The camp will take place at the Knicks' training facility in Greenburgh, N.Y., and will continue all the way through Oct. 1, when the Knicks must report for media day.
Novak said the activities will include alternating days of basketball and conditioning skills work.
"We just want to make sure we hit the ground running," Novak said.
Travis King, the longtime training adviser for Amare Stoudemire, said it's unique for players to join as a unit this early in the offseason. But he added that coach Mike Woodson, who had the idea for the "pre-training camp," and the key veterans (Stoudemire, Carmelo Anthony and Tyson Chandler) who picked the date, wanted to do it at this time because they've never been together from the beginning.
"Amare was there in 2010, then Melo came around (in 2011) and then last year with the lockout, they didn't really get to have a training camp," King told ESPNNewYork.com. "I think coach Woodson knows that it's important getting those guys to jell together and knows that they can have a championship-caliber team. Coach knows he's going to have to jell the team earlier, so a lot of the guys agreed to come out earlier in the year."
King said the "pre-training camp" is especially important because the Knicks need to establish a connection between their veterans and new point guards -- a key relationship that will impact the team's chemistry-building. Raymond Felton, Jason Kidd, Pablo Prigioni and Chris Smith didn't suit up for the Knicks last season.
"I think that they've got one of the deepest teams in the NBA, one of the most veteran teams, and they definitely got some guys who are winners. But I think the key with them is going to be getting them to jell," King said. "They've got three point guards who didn't play on the team last year, and that's going to be crucial for them to help the guys who have been there, like Amare, Tyson and Melo, and get everybody on the same page. I think you don't want to try to wait all the way to training camp to do that if possible."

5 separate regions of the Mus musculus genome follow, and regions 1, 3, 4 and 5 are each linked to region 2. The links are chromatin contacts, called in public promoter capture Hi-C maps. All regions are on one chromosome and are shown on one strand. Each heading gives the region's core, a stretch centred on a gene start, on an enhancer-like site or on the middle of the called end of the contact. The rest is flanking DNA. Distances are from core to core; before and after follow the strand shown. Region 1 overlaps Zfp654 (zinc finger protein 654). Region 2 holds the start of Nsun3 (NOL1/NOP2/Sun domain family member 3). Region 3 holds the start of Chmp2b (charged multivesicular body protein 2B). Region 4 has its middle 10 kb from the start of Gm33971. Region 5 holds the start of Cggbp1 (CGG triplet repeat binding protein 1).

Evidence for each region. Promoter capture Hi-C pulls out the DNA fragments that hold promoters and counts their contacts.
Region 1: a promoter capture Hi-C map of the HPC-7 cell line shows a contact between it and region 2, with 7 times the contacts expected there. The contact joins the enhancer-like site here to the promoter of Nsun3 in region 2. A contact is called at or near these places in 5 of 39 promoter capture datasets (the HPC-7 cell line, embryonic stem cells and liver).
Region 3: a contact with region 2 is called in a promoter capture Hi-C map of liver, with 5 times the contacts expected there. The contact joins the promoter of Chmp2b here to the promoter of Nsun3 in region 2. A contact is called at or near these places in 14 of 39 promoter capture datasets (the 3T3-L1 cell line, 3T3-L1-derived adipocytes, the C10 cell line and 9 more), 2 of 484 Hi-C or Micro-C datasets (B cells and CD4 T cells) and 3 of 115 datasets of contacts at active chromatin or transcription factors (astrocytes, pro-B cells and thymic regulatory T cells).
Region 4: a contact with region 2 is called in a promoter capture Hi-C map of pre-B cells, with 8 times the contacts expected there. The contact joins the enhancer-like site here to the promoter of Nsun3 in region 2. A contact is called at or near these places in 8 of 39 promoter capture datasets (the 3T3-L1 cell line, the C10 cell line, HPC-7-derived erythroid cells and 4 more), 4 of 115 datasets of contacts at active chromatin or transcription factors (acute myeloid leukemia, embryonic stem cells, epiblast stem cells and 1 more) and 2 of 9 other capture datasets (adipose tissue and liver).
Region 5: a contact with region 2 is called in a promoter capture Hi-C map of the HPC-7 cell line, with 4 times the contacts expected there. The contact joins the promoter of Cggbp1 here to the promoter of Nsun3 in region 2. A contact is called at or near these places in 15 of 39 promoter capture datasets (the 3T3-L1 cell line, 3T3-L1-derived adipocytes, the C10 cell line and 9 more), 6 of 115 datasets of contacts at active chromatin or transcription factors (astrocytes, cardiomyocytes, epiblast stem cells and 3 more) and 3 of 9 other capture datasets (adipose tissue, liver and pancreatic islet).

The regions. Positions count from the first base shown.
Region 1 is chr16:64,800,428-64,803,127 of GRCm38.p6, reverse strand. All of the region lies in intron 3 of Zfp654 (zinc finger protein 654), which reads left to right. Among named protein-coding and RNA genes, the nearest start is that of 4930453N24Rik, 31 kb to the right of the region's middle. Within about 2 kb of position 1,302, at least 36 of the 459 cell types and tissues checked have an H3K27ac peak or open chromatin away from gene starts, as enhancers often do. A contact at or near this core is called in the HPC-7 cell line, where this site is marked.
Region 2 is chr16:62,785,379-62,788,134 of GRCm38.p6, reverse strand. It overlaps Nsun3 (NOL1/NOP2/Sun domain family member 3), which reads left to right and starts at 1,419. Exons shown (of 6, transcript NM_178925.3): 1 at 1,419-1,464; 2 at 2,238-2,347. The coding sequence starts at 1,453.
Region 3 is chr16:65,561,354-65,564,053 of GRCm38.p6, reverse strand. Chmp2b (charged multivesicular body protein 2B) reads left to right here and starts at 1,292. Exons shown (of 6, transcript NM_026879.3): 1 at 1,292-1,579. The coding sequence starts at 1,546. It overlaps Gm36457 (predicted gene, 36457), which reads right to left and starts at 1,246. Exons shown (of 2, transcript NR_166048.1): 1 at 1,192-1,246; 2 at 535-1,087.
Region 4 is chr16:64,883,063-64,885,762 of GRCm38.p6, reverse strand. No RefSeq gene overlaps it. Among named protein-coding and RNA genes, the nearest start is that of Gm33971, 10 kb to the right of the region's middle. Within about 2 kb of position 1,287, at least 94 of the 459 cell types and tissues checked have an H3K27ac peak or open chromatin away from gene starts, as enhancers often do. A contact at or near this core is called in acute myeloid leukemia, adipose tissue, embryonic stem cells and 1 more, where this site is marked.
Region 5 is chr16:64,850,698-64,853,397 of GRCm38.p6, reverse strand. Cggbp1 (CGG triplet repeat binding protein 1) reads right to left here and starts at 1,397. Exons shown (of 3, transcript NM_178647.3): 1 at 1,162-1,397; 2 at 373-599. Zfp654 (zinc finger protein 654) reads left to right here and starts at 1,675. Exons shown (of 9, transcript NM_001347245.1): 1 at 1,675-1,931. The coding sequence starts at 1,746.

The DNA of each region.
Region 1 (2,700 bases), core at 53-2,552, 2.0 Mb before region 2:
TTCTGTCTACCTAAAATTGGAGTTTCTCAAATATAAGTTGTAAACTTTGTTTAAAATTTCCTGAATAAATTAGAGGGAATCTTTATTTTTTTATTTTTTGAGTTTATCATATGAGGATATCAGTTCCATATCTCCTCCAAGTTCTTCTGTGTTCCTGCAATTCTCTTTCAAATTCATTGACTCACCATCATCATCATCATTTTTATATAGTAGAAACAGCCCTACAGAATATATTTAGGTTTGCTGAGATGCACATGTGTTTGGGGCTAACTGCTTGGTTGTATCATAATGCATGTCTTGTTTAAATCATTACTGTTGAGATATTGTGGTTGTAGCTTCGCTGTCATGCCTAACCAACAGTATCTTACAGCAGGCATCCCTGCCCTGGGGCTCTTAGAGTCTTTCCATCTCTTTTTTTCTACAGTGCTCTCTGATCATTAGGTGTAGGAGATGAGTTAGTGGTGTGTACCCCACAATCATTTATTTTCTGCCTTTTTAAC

Novak, who's spent most of his offseason training at his alma mater, Marquette, said Woodson wanting to organize the "pre-training camp" speaks volumes about his dedication to the team.
"The way he's gone out of his way this summer to make sure he stays in touch with everybody and visits guys, that goes a long way," he said. "I think to build a winning culture, you have to do a little bit more, and that makes you a better team in the NBA. And I feel like knowing that your coach cares about you and he's thinking about you during the summer, and he has plans for you, that goes a long way."
Jared Zwerling is a regular contributor to ESPNNewYork.com